NASA and Gravitics team up to revolutionize space transportation

NASA and Gravitics team up to revolutionize space transportation
NASA and Gravitics team up to revolutionize space transportation

Gravitics is currently developing a prototype space module called StarMax. The latter can reach a diameter of 7.6 meters and a volume of 400 m3, corresponding to 40% of the total volume of the International Space Station. Obviously, such a project attracts many attentions: earlier in the week, the start-up was able to announce that it had signed an agreement with NASA to remedy the current shortage of qualification methods for the creation of larger spacecraft .

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The tests supported by NASA range from thermal, vacuum, vibration and acoustic qualification to ensure that the spacecraft can survive a difficult launch and complicated environment in space.

A long-term military project?

We joke that you want to be ready to supply modules from Stoke to Starship, from three meters in diameter to eight. We’re excited to work with groups like NASA to ensure we can develop these modules and put them into orbit as soon as the launch tools are ready, and customers are ready to receive them” the company’s CEO Colin Doughan was able to announce in a recent interview.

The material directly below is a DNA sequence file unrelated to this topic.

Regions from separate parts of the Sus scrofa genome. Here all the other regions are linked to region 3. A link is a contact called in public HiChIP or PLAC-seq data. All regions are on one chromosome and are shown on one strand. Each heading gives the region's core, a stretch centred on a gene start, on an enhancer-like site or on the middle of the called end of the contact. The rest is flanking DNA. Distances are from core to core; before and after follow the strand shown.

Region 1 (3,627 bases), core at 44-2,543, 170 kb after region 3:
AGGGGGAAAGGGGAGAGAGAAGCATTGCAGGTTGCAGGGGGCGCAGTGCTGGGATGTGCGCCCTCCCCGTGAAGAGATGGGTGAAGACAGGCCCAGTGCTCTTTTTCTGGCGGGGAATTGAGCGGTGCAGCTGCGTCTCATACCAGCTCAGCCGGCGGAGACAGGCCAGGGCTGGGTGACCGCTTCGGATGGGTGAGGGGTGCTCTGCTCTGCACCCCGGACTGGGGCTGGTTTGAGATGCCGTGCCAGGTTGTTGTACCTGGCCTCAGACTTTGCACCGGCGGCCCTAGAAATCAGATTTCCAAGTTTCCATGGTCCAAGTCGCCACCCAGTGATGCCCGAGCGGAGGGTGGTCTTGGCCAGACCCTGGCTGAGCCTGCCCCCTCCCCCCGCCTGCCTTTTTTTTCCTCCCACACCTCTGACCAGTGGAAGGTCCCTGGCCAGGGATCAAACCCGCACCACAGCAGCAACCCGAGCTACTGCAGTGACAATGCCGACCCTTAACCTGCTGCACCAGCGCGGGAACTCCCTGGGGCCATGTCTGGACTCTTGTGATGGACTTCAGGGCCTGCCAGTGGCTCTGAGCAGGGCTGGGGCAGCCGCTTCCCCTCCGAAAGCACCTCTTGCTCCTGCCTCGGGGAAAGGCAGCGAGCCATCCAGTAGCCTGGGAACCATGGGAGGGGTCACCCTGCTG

For its part, the US Space Force, directly affiliated with the Pentagon, is actively seeking any technology allowing it to benefit from better reactivity in space, particularly in the case of a missile or an enemy satellite. Thus, last year, the Pentagon ordered a high-responsiveness mission test from two different American companies, which was crowned with success (Victus Nox). So, are we heading, with Gravitics, towards the very first space station dedicated to military activity? Whatever happens, the Gravitics project seems to generate a lot of interest, since it could make it possible to carry out a whole bunch of experiments in microgravity that cannot be carried out on Earth.

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